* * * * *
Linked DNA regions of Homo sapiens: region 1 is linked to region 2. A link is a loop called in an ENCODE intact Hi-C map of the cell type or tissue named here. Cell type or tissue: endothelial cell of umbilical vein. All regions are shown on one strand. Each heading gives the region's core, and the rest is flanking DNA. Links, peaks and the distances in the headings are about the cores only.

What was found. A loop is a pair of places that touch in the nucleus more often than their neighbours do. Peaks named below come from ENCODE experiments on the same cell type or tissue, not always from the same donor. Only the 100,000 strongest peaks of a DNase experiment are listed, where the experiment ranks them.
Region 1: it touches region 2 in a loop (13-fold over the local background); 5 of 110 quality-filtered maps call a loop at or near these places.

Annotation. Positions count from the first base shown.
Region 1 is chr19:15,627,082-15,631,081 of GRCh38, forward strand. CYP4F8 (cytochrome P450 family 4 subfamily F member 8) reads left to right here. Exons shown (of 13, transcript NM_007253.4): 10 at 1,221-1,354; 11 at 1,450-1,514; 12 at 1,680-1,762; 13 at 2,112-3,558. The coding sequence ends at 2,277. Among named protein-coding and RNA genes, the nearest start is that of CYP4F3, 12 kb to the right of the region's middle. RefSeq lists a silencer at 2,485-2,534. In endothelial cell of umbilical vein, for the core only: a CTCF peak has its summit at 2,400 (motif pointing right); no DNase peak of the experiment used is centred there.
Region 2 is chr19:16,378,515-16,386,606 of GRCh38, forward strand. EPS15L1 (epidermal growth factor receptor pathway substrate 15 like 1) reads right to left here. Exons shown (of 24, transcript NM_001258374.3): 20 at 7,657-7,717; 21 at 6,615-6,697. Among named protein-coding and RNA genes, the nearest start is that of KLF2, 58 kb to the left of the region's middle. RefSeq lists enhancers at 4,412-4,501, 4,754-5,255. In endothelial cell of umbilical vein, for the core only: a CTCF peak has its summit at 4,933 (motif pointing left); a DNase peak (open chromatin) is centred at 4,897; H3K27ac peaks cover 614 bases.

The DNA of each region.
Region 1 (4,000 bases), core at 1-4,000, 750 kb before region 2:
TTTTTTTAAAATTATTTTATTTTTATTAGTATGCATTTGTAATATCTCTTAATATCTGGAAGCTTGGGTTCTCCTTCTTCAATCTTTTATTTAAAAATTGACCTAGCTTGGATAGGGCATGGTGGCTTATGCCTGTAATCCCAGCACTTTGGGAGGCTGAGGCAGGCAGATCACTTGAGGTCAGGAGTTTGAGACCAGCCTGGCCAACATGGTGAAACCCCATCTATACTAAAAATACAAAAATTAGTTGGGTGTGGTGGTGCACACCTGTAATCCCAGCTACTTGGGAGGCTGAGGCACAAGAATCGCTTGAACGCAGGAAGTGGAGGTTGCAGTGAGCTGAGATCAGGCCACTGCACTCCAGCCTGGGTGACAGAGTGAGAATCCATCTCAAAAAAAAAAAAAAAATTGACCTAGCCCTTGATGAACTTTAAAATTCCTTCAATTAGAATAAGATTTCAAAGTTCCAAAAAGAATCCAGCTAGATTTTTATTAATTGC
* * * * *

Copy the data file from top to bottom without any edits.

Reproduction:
Linked DNA regions of Homo sapiens: region 1 is linked to region 2. A link is a loop called in an ENCODE intact Hi-C map of the cell type or tissue named here. Cell type or tissue: endothelial cell of umbilical vein. All regions are shown on one strand. Each heading gives the region's core, and the rest is flanking DNA. Links, peaks and the distances in the headings are about the cores only.

What was found. A loop is a pair of places that touch in the nucleus more often than their neighbours do. Peaks named below come from ENCODE experiments on the same cell type or tissue, not always from the same donor. Only the 100,000 strongest peaks of a DNase experiment are listed, where the experiment ranks them.
Region 1: it touches region 2 in a loop (13-fold over the local background); 5 of 110 quality-filtered maps call a loop at or near these places.

Annotation. Positions count from the first base shown.
Region 1 is chr19:15,627,082-15,631,081 of GRCh38, forward strand. CYP4F8 (cytochrome P450 family 4 subfamily F member 8) reads left to right here. Exons shown (of 13, transcript NM_007253.4): 10 at 1,221-1,354; 11 at 1,450-1,514; 12 at 1,680-1,762; 13 at 2,112-3,558. The coding sequence ends at 2,277. Among named protein-coding and RNA genes, the nearest start is that of CYP4F3, 12 kb to the right of the region's middle. RefSeq lists a silencer at 2,485-2,534. In endothelial cell of umbilical vein, for the core only: a CTCF peak has its summit at 2,400 (motif pointing right); no DNase peak of the experiment used is centred there.
Region 2 is chr19:16,378,515-16,386,606 of GRCh38, forward strand. EPS15L1 (epidermal growth factor receptor pathway substrate 15 like 1) reads right to left here. Exons shown (of 24, transcript NM_001258374.3): 20 at 7,657-7,717; 21 at 6,615-6,697. Among named protein-coding and RNA genes, the nearest start is that of KLF2, 58 kb to the left of the region's middle. RefSeq lists enhancers at 4,412-4,501, 4,754-5,255. In endothelial cell of umbilical vein, for the core only: a CTCF peak has its summit at 4,933 (motif pointing left); a DNase peak (open chromatin) is centred at 4,897; H3K27ac peaks cover 614 bases.

The DNA of each region.
Region 1 (4,000 bases), core at 1-4,000, 750 kb before region 2:
TTTTTTTAAAATTATTTTATTTTTATTAGTATGCATTTGTAATATCTCTTAATATCTGGAAGCTTGGGTTCTCCTTCTTCAATCTTTTATTTAAAAATTGACCTAGCTTGGATAGGGCATGGTGGCTTATGCCTGTAATCCCAGCACTTTGGGAGGCTGAGGCAGGCAGATCACTTGAGGTCAGGAGTTTGAGACCAGCCTGGCCAACATGGTGAAACCCCATCTATACTAAAAATACAAAAATTAGTTGGGTGTGGTGGTGCACACCTGTAATCCCAGCTACTTGGGAGGCTGAGGCACAAGAATCGCTTGAACGCAGGAAGTGGAGGTTGCAGTGAGCTGAGATCAGGCCACTGCACTCCAGCCTGGGTGACAGAGTGAGAATCCATCTCAAAAAAAAAAAAAAAATTGACCTAGCCCTTGATGAACTTTAAAATTCCTTCAATTAGAATAAGATTTCAAAGTTCCAAAAAGAATCCAGCTAGATTTTTATTAATTGC